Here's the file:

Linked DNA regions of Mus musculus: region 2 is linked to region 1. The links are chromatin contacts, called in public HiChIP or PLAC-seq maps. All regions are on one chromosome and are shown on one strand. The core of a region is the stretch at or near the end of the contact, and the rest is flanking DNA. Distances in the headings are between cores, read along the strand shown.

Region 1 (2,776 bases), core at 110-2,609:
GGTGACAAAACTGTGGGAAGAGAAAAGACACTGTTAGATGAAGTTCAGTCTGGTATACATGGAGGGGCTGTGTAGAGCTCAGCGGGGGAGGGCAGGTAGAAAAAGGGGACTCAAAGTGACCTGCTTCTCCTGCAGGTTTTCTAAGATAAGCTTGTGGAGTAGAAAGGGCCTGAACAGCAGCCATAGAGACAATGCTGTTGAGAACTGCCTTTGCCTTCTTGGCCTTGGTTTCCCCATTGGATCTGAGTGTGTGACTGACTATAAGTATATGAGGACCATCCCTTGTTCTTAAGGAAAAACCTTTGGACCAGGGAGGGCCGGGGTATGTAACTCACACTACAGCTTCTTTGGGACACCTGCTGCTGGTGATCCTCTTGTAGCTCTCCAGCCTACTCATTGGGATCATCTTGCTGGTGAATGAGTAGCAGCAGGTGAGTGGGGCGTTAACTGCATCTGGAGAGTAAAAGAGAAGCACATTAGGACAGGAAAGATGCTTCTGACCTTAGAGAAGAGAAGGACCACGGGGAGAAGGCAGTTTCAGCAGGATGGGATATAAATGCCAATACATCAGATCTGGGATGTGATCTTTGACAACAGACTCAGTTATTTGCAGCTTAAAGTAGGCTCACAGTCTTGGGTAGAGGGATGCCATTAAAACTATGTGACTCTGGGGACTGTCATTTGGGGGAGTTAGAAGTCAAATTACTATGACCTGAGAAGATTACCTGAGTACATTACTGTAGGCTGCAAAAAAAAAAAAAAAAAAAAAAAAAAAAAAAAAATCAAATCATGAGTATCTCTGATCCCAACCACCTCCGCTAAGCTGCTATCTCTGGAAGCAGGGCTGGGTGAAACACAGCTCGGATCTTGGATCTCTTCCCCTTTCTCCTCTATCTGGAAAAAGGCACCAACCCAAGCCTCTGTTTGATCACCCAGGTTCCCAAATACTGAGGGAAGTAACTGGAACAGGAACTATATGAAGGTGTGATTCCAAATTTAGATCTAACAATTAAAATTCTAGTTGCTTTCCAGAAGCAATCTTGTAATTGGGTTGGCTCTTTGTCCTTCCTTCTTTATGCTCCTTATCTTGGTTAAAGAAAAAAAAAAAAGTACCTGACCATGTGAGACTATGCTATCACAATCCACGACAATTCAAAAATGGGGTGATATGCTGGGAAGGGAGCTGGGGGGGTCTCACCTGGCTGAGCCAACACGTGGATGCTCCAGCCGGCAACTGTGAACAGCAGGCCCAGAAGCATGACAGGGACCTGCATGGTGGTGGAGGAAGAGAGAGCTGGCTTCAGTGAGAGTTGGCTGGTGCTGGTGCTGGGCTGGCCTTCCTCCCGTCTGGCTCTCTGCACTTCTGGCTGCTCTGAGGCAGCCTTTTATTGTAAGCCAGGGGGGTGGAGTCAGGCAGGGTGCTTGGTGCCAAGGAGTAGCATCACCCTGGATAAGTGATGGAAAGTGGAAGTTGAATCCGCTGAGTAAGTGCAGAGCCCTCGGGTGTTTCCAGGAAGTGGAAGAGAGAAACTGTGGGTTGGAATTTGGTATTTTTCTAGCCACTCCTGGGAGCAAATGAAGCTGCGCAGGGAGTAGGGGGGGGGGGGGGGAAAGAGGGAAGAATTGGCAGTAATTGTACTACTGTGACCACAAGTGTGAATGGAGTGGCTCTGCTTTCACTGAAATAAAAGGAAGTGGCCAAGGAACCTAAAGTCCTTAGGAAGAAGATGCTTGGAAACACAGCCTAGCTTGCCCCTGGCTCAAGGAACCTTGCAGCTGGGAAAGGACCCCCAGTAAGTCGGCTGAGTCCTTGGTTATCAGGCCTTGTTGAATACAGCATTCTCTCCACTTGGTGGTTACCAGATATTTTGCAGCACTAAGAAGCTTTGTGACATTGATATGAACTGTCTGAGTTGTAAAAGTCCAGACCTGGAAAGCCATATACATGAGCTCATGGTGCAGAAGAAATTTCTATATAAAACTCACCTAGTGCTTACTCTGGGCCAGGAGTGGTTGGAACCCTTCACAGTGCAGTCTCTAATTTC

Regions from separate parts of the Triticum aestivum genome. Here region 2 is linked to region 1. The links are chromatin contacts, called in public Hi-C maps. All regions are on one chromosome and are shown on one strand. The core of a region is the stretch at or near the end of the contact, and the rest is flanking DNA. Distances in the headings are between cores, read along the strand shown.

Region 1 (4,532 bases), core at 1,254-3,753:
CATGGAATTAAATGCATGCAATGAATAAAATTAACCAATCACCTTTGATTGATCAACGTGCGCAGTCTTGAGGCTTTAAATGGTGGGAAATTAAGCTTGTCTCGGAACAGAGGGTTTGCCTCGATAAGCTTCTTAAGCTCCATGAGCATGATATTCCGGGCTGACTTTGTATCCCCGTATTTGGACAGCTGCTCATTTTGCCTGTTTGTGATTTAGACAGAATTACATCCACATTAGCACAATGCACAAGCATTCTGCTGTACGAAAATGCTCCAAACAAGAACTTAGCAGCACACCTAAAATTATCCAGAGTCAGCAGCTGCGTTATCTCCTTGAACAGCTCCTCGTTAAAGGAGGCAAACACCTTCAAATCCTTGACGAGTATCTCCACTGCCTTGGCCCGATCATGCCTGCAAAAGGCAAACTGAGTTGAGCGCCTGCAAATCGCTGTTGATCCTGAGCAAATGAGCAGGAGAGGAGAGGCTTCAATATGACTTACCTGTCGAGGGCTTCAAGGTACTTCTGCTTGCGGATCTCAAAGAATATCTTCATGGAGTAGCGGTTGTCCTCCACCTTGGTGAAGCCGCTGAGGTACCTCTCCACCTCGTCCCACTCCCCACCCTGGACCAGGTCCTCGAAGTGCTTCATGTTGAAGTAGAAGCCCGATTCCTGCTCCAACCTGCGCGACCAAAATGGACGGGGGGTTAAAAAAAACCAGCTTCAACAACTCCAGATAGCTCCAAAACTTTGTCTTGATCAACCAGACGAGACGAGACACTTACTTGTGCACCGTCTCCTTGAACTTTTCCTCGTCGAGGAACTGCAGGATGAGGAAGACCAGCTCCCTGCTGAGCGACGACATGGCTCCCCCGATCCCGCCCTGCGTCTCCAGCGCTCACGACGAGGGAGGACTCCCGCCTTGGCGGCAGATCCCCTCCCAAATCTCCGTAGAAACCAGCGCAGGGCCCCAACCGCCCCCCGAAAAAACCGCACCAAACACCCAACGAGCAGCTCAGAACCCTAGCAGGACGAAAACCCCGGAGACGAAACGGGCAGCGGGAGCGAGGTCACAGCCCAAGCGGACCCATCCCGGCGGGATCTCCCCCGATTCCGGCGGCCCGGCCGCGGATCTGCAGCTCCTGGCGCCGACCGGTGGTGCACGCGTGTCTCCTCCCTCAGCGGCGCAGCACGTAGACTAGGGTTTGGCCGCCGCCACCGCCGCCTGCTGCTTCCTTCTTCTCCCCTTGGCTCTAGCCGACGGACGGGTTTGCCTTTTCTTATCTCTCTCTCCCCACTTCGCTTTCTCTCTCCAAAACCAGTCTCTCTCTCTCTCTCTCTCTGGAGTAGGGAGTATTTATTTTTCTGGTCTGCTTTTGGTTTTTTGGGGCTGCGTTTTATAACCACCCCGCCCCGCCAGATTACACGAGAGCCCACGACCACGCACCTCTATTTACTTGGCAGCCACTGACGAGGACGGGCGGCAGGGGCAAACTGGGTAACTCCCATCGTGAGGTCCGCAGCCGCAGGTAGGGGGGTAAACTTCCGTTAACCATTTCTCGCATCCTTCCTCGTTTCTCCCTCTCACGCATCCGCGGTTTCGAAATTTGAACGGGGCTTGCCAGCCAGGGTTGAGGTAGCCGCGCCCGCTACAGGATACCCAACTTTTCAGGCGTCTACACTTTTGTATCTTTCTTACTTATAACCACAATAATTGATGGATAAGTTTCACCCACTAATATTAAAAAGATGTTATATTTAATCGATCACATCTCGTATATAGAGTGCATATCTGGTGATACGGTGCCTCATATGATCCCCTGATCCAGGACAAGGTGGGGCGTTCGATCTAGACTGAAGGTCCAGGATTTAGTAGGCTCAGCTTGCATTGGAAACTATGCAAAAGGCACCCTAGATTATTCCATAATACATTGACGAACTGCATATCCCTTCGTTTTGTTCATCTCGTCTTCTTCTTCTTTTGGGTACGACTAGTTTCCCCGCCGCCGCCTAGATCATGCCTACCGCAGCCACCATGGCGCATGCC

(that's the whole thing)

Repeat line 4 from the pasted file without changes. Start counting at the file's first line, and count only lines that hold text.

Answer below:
Regions from separate parts of the Triticum aestivum genome. Here region 2 is linked to region 1. The links are chromatin contacts, called in public Hi-C maps. All regions are on one chromosome and are shown on one strand. The core of a region is the stretch at or near the end of the contact, and the rest is flanking DNA. Distances in the headings are between cores, read along the strand shown.